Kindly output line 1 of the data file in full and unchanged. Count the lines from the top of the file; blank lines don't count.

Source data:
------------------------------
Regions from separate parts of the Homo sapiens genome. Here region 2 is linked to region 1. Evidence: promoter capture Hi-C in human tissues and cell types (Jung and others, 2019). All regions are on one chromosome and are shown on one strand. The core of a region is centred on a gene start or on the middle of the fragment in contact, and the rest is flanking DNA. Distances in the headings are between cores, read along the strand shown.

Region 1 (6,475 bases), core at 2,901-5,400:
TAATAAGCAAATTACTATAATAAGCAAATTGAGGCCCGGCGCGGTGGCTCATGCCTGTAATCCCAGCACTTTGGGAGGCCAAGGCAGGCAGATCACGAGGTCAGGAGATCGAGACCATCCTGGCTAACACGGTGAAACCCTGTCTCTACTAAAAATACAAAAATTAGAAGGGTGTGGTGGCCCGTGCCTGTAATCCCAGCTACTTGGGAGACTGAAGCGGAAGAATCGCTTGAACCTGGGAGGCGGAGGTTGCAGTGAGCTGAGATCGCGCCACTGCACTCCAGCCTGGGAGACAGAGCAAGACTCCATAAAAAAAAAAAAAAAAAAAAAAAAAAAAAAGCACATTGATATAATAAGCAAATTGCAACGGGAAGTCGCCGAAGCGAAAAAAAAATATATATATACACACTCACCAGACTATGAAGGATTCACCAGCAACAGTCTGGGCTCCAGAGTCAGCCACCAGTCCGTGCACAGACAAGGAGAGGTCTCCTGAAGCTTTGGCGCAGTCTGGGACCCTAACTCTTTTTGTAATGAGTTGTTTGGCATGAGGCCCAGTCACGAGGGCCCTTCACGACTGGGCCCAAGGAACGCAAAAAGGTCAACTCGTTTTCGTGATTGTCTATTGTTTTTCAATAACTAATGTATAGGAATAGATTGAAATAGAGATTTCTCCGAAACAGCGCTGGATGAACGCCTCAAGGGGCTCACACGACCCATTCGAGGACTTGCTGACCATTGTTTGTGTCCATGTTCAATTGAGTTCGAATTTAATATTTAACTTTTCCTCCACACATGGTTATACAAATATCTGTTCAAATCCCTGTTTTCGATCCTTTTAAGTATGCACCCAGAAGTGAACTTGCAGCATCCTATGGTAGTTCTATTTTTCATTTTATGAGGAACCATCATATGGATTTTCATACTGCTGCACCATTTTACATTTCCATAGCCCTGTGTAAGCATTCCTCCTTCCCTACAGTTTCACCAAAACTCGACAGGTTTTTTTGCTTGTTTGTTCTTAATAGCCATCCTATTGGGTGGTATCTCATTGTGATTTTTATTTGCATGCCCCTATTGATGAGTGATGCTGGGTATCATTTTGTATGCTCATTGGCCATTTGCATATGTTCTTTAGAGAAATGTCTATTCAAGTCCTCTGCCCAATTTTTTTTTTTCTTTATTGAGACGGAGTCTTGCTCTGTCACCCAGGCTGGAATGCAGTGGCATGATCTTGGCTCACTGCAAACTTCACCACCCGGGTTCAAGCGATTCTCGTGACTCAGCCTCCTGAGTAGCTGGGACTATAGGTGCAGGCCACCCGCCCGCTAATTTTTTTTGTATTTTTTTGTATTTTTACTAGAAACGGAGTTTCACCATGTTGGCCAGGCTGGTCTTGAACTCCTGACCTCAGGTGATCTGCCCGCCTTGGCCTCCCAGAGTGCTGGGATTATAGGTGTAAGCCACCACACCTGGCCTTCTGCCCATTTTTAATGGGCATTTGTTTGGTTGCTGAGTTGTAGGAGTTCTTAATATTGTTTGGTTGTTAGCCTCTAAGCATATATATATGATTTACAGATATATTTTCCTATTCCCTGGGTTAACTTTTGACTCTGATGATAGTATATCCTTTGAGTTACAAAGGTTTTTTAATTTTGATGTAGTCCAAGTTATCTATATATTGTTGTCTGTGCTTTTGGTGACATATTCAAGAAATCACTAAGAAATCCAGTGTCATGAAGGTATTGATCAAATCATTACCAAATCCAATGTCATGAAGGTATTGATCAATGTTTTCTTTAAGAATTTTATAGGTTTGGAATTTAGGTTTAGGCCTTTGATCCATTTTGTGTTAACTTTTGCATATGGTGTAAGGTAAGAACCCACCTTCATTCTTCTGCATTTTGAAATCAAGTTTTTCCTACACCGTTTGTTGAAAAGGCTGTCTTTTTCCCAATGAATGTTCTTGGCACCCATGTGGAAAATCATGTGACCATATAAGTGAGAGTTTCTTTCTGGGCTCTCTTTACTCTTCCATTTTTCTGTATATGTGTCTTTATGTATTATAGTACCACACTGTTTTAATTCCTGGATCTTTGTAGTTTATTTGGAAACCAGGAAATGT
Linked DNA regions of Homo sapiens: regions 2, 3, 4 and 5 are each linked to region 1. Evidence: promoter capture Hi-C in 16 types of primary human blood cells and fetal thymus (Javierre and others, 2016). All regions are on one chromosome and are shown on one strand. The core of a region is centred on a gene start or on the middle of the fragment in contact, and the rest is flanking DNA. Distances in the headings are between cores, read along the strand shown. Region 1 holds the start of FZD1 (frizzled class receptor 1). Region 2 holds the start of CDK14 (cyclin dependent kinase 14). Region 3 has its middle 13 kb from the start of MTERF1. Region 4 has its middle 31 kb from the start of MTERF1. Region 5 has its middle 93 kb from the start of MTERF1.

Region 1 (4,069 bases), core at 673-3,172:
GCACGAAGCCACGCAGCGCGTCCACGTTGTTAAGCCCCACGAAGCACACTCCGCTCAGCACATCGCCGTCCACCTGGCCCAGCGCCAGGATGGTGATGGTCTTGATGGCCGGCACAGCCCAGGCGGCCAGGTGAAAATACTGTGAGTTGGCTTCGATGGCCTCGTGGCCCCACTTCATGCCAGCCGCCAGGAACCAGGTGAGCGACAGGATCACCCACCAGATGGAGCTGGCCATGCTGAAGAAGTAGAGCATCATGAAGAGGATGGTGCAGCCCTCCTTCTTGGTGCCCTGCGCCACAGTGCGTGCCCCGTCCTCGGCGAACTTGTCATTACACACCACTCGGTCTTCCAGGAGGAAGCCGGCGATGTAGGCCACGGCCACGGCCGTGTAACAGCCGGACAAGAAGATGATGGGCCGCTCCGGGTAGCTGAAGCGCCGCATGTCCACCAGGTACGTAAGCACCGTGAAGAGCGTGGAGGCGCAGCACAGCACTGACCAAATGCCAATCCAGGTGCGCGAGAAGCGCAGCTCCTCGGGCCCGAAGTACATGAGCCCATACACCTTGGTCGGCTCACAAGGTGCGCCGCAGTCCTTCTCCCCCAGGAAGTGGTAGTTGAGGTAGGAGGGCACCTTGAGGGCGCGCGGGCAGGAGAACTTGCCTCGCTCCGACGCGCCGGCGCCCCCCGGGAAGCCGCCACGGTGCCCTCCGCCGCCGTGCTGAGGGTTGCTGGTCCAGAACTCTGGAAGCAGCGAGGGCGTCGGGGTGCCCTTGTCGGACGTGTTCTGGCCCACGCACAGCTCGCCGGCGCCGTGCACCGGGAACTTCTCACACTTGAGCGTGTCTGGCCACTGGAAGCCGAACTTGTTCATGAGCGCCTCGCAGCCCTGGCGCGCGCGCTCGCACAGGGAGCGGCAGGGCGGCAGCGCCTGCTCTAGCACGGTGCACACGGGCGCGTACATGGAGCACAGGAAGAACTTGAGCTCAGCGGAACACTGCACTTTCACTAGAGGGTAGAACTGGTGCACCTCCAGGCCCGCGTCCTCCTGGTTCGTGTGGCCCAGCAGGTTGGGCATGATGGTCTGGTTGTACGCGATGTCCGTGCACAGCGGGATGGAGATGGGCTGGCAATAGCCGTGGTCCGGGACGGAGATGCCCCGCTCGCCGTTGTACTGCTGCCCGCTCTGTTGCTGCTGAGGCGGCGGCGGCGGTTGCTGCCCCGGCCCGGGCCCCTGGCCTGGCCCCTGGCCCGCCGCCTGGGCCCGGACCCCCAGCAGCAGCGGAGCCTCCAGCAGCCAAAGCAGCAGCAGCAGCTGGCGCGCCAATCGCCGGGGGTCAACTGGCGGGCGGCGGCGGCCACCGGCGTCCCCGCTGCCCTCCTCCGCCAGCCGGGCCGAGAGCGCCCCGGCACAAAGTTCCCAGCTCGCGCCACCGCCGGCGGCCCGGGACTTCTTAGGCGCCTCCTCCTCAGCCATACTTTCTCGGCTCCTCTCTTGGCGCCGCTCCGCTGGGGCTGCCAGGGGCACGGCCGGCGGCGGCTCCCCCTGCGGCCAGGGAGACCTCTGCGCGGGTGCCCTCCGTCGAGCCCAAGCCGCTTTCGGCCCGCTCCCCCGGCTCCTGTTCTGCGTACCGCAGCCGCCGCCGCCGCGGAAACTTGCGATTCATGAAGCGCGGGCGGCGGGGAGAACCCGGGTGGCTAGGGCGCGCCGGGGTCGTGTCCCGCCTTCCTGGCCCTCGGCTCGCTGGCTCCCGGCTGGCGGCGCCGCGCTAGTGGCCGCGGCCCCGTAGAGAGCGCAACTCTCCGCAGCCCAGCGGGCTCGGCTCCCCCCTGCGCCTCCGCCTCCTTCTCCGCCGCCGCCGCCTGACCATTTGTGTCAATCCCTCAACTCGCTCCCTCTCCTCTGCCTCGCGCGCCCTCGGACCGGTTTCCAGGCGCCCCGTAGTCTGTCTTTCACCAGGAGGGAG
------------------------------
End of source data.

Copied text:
Regions from separate parts of the Homo sapiens genome. Here region 2 is linked to region 1. Evidence: promoter capture Hi-C in human tissues and cell types (Jung and others, 2019). All regions are on one chromosome and are shown on one strand. The core of a region is centred on a gene start or on the middle of the fragment in contact, and the rest is flanking DNA. Distances in the headings are between cores, read along the strand shown.